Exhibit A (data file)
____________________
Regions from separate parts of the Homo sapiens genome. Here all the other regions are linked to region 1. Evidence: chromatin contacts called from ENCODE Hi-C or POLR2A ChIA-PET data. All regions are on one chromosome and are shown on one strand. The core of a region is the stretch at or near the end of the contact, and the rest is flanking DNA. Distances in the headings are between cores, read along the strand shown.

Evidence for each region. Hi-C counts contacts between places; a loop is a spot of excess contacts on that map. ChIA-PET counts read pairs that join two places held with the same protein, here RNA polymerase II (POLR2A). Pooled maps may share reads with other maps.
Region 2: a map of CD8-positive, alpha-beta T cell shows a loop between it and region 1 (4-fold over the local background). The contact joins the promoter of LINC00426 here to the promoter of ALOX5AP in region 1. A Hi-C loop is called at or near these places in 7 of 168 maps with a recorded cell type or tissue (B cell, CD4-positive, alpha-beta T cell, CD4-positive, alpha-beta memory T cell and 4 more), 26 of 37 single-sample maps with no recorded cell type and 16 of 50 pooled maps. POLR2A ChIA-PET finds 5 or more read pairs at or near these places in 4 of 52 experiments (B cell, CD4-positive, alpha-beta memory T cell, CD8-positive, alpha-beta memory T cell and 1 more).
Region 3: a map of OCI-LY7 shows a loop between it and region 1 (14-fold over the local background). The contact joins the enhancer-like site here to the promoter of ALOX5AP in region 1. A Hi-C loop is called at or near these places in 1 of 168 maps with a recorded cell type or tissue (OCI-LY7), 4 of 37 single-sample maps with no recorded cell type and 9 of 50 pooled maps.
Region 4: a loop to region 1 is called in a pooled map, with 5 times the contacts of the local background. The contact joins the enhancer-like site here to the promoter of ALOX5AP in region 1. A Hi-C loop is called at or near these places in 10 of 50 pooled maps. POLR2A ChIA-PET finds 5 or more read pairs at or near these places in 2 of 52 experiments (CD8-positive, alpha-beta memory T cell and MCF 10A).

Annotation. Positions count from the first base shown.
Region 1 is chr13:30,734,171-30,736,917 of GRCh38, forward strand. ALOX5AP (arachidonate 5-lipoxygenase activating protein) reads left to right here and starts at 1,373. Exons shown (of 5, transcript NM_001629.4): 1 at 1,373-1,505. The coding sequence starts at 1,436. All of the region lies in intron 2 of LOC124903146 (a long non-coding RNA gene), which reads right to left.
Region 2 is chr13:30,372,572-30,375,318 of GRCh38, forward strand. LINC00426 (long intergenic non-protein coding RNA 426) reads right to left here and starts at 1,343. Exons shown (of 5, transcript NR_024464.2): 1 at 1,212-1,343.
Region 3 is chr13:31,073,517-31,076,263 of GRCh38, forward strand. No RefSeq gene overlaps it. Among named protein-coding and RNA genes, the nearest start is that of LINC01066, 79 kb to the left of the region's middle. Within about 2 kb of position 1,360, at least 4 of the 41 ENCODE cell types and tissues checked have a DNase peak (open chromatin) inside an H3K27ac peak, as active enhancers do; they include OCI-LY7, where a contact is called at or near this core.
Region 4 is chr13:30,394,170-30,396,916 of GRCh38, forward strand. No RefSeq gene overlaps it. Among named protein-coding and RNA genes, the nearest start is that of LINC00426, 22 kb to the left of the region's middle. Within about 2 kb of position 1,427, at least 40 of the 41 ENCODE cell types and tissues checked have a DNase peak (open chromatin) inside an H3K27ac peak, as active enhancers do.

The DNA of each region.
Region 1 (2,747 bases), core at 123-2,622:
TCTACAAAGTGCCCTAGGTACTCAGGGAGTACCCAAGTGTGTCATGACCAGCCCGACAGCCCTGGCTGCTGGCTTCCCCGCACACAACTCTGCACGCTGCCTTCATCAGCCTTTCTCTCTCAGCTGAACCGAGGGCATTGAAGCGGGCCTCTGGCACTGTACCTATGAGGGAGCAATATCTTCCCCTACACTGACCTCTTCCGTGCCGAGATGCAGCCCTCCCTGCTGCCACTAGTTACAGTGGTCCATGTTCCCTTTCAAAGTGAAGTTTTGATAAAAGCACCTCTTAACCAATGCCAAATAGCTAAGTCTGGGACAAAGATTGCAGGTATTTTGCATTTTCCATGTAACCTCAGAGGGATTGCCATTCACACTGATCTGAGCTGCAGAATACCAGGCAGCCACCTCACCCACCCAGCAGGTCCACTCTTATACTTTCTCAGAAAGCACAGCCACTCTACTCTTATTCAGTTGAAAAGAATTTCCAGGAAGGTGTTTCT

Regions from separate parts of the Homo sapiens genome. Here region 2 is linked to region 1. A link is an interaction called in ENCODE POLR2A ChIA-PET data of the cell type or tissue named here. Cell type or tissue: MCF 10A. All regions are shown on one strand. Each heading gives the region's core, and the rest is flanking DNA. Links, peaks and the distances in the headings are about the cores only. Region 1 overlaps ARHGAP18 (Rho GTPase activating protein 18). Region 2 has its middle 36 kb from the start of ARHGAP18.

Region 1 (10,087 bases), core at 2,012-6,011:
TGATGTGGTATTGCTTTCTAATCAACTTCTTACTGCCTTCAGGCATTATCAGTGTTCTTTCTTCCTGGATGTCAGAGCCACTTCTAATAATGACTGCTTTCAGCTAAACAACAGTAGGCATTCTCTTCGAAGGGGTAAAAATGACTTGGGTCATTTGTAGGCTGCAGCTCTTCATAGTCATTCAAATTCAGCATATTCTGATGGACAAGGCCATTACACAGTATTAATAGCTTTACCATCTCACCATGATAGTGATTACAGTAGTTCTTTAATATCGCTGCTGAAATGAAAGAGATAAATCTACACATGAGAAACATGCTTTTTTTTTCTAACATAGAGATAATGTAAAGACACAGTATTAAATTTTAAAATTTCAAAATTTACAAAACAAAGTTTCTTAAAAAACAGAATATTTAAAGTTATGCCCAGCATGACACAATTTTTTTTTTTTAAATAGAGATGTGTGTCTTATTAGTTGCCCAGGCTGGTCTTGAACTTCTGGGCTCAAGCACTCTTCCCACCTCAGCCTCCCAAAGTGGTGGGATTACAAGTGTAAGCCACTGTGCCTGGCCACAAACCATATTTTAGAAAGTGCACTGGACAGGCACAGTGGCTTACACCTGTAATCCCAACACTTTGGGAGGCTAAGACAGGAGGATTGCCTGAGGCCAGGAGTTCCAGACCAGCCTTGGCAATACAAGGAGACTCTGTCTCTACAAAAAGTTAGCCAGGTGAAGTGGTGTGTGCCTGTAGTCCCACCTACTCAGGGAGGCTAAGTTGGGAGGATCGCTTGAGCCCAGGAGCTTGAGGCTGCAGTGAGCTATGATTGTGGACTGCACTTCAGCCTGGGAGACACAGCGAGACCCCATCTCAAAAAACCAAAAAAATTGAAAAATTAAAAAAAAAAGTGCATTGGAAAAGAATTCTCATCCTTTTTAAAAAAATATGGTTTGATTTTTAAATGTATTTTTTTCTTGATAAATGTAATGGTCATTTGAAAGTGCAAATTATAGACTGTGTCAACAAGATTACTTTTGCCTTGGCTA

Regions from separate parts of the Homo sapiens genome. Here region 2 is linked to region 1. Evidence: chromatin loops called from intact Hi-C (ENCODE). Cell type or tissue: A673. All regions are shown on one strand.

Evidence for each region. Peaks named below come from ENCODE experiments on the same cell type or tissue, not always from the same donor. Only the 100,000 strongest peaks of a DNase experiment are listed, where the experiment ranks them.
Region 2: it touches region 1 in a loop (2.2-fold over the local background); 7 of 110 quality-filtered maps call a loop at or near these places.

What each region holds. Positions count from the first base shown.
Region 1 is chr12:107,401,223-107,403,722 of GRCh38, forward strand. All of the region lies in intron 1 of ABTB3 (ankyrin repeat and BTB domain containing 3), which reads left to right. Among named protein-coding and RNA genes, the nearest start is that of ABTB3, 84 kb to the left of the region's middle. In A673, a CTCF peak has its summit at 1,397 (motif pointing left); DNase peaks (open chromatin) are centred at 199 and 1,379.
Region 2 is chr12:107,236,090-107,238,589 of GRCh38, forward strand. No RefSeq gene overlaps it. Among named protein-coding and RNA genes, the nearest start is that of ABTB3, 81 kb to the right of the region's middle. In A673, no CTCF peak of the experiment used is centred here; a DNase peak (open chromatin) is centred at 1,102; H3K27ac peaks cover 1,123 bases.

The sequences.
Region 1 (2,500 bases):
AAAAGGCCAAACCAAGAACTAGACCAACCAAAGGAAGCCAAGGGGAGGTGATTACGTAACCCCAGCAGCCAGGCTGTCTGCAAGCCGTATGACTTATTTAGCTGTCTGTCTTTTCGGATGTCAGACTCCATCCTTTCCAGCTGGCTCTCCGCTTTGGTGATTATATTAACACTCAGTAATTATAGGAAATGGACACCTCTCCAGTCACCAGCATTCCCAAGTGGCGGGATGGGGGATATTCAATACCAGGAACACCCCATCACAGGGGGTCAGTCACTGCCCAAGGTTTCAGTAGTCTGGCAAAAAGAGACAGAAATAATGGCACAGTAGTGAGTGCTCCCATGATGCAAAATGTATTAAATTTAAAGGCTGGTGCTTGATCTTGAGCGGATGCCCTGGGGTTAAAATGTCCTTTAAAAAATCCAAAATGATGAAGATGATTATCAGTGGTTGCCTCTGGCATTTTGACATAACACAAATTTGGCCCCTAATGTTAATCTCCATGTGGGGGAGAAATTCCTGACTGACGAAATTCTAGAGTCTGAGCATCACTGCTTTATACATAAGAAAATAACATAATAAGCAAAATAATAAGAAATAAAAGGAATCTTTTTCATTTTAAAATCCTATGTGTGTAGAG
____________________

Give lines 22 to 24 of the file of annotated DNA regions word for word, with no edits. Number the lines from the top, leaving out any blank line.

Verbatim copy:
Region 2 is chr12:107,236,090-107,238,589 of GRCh38, forward strand. No RefSeq gene overlaps it. Among named protein-coding and RNA genes, the nearest start is that of ABTB3, 81 kb to the right of the region's middle. In A673, no CTCF peak of the experiment used is centred here; a DNase peak (open chromatin) is centred at 1,102; H3K27ac peaks cover 1,123 bases.

The sequences.
Region 1 (2,500 bases):